6. Don't just look at the base products, even if that's all you intend to buy. Trust me: once you discover how helpful these tools really are, you'll want to add on to your library. Check out the add-ons to make sure that, should you want to expand your library in the future, the system you select offers the kind of add-ons you think you might need down the road.

So...happy software hunting! And if you already use one or the other of these products, feel free to comment here so other readers can hear about your experiences!

Blessings to you all,

Saturday, February 11, 2006

Ready for the Storm?

This picture captures the corner of our family room.

The fire glows behind the wood stove's door. The wood box (crafted by dear hubby) brims with dry, seasoned logs ready to burn. A few damp pieces sit drying in the cast iron frame to the left and in front of the stove. And the water kettle, filled to the top, rests on the stove humidifying the heat-dried air.

We're ready.

Yup. It's finally snowing in southeastern Pennsylvania. After a snow-filled December and balmy, 60-degree January, we wondered if we'd see winter again.

We are.

Predictions call for eight-to-thirteen inches of snow and blizzard-like conditions over the next twenty-four hours. It's about time. I've been waiting for a storm since January 1st. :o)

Storms are fun when we're prepared. We've done all we can to "red-up" for this storm. The indoor wood supply is full and ready to go.

The outdoor wood shed is brimming (we've barely used a third-of-a-cord of wood this winter so far--that's how mild it's been).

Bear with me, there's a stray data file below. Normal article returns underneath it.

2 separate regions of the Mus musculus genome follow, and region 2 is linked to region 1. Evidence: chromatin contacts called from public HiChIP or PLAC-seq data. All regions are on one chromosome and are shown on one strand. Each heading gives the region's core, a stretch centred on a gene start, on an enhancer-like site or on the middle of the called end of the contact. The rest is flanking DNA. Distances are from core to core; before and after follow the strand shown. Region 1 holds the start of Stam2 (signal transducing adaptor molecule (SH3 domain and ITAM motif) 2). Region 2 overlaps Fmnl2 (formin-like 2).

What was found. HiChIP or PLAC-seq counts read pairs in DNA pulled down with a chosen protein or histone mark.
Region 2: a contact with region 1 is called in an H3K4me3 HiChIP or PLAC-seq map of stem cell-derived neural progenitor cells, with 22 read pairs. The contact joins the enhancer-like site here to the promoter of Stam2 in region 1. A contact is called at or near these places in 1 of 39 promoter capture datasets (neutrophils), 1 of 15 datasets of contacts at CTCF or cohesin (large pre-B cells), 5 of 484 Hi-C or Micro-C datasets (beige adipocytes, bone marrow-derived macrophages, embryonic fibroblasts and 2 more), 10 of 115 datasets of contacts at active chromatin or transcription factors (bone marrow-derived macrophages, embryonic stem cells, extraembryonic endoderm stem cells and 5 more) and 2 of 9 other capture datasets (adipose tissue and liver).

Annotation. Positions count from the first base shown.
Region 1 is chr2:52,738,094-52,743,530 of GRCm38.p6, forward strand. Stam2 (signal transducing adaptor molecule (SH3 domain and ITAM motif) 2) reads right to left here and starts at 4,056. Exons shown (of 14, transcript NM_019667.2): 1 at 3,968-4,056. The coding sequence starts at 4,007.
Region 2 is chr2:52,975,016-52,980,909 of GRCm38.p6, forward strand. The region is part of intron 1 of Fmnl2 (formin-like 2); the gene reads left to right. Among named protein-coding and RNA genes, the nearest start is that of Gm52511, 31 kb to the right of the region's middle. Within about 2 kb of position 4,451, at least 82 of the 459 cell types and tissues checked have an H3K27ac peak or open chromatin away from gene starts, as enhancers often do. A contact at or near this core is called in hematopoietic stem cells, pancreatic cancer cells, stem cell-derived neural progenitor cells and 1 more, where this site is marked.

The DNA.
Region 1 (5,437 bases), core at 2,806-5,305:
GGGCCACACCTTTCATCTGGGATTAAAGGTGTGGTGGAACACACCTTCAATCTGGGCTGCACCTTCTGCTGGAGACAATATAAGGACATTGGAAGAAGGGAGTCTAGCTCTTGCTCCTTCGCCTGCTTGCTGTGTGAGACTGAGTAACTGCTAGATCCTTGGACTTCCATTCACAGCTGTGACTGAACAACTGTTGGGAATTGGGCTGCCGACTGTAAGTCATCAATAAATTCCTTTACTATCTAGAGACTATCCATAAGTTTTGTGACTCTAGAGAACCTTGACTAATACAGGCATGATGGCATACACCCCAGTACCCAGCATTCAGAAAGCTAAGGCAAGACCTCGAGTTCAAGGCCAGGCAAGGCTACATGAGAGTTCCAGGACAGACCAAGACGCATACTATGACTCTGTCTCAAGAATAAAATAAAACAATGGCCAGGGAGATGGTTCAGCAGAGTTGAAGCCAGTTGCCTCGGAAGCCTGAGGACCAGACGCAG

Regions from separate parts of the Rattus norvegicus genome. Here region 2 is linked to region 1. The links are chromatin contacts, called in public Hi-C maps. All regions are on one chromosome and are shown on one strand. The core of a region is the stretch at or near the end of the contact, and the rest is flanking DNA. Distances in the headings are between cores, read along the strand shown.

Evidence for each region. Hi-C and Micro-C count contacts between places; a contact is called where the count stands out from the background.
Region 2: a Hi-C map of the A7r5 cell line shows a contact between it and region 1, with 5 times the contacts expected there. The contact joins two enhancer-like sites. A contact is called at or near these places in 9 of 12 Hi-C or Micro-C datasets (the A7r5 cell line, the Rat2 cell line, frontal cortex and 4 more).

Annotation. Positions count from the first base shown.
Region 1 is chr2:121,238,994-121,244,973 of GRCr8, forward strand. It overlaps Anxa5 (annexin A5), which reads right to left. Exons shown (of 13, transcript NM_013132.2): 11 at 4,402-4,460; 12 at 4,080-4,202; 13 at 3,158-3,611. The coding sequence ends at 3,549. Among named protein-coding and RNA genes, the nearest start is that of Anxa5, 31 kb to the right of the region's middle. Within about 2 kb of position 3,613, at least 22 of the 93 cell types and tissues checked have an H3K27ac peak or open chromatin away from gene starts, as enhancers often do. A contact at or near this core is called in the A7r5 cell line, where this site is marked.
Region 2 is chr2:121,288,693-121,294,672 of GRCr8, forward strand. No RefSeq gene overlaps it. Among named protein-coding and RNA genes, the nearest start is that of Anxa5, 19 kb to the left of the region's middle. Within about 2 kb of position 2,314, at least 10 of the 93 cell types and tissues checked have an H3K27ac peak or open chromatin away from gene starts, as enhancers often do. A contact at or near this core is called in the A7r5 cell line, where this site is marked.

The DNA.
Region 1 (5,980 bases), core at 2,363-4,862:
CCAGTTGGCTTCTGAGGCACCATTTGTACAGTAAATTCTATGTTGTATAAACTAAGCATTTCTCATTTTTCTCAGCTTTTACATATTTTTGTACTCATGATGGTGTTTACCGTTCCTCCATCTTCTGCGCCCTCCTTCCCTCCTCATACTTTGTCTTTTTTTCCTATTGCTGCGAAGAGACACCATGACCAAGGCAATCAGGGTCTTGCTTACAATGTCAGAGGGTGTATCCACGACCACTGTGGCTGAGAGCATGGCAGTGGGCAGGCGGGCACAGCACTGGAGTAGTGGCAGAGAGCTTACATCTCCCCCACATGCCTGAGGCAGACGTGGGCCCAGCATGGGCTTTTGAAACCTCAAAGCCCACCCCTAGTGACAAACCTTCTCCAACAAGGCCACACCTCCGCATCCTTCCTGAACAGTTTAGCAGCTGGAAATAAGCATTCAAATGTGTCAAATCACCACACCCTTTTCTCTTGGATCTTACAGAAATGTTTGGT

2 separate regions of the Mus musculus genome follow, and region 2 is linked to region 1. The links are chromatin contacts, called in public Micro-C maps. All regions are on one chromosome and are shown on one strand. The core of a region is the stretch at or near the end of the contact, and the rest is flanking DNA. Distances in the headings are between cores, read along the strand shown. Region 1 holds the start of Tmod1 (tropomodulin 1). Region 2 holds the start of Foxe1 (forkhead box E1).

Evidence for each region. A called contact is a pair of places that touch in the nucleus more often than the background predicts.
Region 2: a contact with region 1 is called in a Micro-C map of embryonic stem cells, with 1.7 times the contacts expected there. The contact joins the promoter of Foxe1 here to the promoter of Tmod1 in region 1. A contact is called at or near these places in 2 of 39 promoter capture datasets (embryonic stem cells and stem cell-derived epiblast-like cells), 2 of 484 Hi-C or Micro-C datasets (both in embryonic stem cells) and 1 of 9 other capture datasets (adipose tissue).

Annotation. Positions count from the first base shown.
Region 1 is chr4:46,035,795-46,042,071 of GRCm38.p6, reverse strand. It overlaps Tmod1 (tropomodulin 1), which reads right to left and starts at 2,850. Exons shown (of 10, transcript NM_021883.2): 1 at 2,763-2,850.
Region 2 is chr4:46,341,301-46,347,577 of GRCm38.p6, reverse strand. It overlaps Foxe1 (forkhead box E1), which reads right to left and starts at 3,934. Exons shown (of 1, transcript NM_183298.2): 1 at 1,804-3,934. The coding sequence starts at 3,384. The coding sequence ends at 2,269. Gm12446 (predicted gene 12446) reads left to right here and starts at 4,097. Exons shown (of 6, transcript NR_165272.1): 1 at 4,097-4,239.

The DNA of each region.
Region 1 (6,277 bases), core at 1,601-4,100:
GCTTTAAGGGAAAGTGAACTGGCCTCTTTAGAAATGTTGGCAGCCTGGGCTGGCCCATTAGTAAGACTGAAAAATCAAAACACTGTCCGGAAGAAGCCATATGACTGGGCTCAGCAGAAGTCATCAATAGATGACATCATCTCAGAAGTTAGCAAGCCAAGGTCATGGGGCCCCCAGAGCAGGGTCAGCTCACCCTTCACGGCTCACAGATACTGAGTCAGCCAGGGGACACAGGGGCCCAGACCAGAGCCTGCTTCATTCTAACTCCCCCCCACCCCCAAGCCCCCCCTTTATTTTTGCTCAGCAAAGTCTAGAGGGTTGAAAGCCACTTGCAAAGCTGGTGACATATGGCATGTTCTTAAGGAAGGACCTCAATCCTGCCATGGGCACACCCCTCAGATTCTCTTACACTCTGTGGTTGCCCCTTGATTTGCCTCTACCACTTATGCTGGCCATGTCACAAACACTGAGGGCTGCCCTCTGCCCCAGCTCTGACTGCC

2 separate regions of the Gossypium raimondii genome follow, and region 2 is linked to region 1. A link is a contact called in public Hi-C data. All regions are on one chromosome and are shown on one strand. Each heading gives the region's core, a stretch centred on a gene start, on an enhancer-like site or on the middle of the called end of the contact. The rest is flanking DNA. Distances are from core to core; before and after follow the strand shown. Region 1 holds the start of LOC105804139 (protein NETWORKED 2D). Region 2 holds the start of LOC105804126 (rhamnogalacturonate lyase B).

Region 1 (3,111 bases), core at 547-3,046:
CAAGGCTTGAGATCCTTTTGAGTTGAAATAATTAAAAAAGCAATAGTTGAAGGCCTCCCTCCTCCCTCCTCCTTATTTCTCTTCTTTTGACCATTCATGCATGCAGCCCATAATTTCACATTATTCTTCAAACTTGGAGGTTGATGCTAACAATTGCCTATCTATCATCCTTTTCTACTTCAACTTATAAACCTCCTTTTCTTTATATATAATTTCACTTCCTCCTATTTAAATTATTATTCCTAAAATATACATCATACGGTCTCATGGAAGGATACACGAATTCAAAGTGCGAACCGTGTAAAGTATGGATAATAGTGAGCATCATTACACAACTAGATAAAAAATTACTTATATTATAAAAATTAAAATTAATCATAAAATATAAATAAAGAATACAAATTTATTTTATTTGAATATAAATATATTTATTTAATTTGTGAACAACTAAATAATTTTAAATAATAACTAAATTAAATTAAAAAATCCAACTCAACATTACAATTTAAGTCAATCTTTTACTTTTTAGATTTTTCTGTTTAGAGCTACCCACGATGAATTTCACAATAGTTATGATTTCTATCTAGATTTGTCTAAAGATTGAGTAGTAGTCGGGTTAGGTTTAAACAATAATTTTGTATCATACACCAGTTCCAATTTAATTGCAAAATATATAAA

We filled the bird feeders so our feathered friends won't go hungry.

And we cleared the deck and driveway of all obstacles (dog toys included) to make it easy to run the snowblower. We have our bottled water, candles, oil lamps, and batteries on stand-by in case of storm-related power outages. And the pantry is full.

Now all we have to do is ride out the storm.

That got me thinking.

I'm about to begin teaching a 10-week series on the Sermon on the Mount. I suspect, because of the nature of the topic, we'll face a number of storms this semester: emotional storms; discouragement storms, perhaps even theological storms.

Have I readied my heart for the semester's storms the way I have my home for this weather?

Gladly, I can say 'yes.' I've been praying for some time now about this semester. I've recruited others to pray, too. I've been reading the Scriptures and plowing through commentaries to gain the necessary background to teach this awesome passage. And I'm relying on God--on His grace to accomplish His purposes in and through me over the next three months.

Yes, I think I've prepared well. But I have to remember that this preparation isn't a once-and-done thing. Just has I have to refill the wood box in the family room from the stores out in the shed, so I must continually allow God to refill me (my mind, my heart, my soul, my strength and stamina, etc.) from the stores of His word and Spirit.

Otherwise, though I might flame well for a few hours, ultimately I'll burn out, becoming useless to shed light and warmth to others.

So here's to learning to prepare for and weather storms, whether literally or metaphorically. And to allowing ourselves to be refilled.

Take time this week to let God fill (or refill) you.

'Til next time,

Thursday, February 09, 2006

Here's the view out my window at sunrise. Ministry is feeling a bit like this image for me right now: I'm rising to the possibilities of another semester of teaching; coming to life again, peeking over the horizon of change. But I'm still sleepy, too. Not quite fully awake.  Posted by Picasa